Any discussions with examiners and auditors about any changes to implementation plans in light of this release should be direct and documented. We would encourage institutions to think broadly and generously about the purpose of these rules and the BSA generally, and what risks to the bank (such as sanctions exposure or fraud) might be mitigated by the spirit if not the letter of FinCEN’s new rules. OFAC’s strict liability framework for doing business with sanctioned parties is unaffected by the relief afforded by FinCEN’s May 16 notice.
Institutions should consider ways to continue socializing their views to FinCEN, through trade associations or otherwise, as this interim relief appears directly responsive to industry feedback such as that provided in an April 27 hearing held by the House Financial Services Committee (e.g., “. . . there is no reason to believe that an auto-renewal is evidence that a change in beneficial ownership might have occurred. The FAQ 12 guidance is further complicated by the fact that these products include contractual provisions requiring the financial institution to auto renew them without interruption.”)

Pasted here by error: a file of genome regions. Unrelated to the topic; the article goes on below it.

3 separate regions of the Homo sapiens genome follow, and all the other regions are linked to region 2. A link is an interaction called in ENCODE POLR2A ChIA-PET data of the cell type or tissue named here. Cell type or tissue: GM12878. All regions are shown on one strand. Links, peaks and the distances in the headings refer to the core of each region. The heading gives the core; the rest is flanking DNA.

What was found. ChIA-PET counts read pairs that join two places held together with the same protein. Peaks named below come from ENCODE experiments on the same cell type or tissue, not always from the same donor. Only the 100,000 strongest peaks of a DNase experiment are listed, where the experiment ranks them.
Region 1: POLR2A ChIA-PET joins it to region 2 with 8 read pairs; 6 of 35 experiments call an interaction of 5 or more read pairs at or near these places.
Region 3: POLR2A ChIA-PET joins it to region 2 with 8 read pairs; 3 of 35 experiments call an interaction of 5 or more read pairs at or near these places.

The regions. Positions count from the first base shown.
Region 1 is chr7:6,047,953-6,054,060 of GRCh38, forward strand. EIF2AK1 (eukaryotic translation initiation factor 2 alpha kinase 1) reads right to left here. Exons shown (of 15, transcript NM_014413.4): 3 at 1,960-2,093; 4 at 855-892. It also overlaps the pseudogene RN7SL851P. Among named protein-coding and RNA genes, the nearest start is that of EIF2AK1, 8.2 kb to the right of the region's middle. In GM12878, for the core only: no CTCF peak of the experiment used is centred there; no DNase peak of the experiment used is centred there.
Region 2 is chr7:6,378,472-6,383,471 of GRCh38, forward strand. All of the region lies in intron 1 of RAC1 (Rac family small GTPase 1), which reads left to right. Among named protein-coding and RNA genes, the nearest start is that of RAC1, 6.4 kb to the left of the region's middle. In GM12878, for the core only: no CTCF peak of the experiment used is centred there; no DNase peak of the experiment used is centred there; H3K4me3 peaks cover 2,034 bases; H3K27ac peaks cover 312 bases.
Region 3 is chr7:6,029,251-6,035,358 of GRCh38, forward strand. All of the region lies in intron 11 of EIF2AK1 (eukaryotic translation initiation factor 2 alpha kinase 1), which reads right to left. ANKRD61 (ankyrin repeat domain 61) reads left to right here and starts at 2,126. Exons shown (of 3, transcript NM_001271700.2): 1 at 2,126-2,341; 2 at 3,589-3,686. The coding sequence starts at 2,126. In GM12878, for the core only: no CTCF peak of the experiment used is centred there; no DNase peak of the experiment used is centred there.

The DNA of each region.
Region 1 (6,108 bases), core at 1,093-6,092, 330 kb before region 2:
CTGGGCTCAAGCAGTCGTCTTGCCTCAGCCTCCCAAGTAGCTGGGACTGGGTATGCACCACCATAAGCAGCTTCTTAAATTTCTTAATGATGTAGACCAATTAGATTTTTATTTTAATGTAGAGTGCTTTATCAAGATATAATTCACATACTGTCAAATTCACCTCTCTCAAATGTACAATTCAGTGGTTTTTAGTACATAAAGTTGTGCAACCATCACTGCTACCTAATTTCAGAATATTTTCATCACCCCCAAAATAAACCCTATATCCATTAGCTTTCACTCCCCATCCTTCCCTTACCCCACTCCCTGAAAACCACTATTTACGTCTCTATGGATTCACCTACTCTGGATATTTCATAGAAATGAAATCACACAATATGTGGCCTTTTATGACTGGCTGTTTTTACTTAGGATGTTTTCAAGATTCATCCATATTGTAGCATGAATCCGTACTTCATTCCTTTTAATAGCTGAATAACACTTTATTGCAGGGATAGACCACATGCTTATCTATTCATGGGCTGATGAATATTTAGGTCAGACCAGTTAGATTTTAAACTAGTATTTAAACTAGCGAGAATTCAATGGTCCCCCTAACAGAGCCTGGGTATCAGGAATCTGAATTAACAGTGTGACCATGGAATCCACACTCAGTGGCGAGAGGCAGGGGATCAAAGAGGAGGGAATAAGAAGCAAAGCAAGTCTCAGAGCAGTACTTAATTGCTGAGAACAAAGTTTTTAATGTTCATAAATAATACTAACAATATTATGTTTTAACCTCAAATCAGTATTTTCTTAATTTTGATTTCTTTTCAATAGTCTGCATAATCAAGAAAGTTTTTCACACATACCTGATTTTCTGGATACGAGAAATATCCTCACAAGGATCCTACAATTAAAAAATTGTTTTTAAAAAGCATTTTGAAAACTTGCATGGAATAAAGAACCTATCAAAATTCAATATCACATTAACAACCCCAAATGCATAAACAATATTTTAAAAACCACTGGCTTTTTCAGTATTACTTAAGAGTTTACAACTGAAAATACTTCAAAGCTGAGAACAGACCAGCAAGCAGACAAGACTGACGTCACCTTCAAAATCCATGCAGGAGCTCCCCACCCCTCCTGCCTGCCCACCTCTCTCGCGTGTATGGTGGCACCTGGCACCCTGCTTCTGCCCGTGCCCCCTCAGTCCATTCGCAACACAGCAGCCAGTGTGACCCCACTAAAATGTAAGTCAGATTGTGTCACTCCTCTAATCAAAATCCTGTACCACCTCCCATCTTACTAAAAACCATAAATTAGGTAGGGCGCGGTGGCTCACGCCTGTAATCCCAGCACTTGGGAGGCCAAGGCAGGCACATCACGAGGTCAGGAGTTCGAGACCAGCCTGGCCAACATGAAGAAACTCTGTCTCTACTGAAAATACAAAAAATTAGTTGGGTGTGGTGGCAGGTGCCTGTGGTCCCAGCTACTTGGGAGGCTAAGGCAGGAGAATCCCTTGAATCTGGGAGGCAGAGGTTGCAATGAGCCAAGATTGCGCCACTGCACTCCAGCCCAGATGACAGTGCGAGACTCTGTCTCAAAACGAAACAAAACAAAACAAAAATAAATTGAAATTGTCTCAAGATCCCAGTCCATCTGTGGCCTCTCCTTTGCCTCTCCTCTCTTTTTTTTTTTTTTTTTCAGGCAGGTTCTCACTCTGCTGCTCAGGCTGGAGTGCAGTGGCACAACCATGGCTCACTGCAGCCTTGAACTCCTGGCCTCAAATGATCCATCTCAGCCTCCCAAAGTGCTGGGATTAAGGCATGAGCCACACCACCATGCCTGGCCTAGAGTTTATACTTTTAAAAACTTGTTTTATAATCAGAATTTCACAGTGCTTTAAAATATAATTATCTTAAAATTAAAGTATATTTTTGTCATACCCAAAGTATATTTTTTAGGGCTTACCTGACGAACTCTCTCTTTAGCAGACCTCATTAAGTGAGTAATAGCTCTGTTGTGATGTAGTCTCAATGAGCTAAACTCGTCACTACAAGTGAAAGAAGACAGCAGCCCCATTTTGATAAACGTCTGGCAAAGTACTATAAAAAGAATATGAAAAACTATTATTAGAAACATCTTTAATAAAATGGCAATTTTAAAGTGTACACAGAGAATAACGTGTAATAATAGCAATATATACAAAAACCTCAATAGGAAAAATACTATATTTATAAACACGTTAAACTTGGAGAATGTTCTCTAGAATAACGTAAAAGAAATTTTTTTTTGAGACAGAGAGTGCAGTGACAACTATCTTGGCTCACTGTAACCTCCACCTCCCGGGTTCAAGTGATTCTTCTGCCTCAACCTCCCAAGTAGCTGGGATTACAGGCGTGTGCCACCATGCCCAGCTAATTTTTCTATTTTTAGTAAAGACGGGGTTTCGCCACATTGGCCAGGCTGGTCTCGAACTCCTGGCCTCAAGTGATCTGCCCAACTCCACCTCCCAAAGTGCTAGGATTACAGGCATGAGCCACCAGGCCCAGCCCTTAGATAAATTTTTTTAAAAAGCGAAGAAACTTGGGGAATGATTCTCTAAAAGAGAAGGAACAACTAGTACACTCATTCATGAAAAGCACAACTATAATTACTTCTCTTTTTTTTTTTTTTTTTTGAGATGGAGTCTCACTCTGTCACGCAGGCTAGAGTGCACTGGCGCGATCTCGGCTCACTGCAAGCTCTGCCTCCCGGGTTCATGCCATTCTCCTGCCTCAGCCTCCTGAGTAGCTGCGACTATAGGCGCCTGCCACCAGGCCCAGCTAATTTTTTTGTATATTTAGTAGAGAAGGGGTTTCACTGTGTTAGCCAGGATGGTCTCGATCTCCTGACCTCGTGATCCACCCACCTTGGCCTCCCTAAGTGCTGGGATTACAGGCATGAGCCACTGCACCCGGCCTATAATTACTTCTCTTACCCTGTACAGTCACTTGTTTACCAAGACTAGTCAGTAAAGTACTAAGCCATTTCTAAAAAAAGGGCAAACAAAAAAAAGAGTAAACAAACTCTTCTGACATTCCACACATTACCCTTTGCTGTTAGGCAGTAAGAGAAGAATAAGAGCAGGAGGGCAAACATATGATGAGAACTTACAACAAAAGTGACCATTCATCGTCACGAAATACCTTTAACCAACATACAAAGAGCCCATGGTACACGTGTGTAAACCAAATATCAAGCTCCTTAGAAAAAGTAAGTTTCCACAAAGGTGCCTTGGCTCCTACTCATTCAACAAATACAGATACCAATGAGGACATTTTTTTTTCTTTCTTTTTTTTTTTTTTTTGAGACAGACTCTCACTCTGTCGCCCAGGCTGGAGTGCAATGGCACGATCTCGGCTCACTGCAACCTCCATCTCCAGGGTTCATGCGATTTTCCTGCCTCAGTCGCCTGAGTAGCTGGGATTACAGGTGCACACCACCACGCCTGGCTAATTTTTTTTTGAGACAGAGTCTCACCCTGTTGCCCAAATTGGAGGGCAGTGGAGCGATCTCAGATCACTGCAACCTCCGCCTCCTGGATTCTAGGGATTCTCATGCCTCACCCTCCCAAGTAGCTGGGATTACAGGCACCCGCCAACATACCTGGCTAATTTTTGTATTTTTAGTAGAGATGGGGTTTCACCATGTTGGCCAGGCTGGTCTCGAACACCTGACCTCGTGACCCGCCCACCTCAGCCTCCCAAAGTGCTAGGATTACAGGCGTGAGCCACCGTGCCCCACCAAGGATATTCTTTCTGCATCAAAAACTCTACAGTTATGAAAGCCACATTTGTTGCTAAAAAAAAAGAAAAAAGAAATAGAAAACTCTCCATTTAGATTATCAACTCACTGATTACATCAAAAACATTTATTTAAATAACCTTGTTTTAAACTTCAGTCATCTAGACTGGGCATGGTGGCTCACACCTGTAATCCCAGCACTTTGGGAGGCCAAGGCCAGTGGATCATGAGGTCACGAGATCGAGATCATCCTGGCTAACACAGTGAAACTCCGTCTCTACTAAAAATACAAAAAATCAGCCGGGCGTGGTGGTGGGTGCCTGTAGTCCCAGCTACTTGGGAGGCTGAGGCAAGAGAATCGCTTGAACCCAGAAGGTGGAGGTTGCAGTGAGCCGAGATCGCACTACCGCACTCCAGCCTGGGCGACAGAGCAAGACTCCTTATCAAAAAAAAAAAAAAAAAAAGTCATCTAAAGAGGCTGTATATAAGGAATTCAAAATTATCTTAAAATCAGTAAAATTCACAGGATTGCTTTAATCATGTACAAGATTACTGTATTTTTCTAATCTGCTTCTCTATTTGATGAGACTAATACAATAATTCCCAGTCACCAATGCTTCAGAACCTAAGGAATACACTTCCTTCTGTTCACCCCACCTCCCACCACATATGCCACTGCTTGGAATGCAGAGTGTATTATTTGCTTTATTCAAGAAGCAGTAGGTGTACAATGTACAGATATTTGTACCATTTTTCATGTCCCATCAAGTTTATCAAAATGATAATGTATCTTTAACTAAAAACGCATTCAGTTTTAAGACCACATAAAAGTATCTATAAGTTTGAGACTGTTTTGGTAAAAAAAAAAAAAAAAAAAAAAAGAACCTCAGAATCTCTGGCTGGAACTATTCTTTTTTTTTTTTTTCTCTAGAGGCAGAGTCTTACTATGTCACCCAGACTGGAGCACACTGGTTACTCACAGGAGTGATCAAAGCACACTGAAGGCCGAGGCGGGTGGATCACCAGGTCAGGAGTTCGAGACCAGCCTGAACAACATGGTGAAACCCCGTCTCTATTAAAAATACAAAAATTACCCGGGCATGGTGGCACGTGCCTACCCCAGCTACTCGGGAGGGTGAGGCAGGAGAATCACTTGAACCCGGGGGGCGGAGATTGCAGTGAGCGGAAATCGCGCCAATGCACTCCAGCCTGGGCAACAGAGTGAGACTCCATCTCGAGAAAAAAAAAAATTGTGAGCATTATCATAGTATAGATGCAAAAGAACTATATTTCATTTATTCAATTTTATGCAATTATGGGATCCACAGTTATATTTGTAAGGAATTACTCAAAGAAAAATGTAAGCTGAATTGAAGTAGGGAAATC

Let’s revisit how this unfolded as a regulatory matter.
The supplemental FAQs issued by FinCEN on April 3, 2018 provided certain interpretations of its own final rules, originally published on May 11, 2016, including that it believed a bank established a “new account” each time an autorenewing loan or CD renewed (see FAQ 12). FinCEN opined at that time on ways a bank could comply with the Beneficial Ownership certification requirements implicated by the opening of a “new account” for a legal entity customer in such cases, namely by (1) providing the required information and certification on FinCEN’s new form or its equivalent once and (2) agreeing at that time to notify the bank of any change in such information going forward. FinCEN’s view then was that a customer’s agreement to notify a bank of any changes in its beneficial ownership information can be considered a “certification” of this information for purposes of subsequent rollovers of renewable products.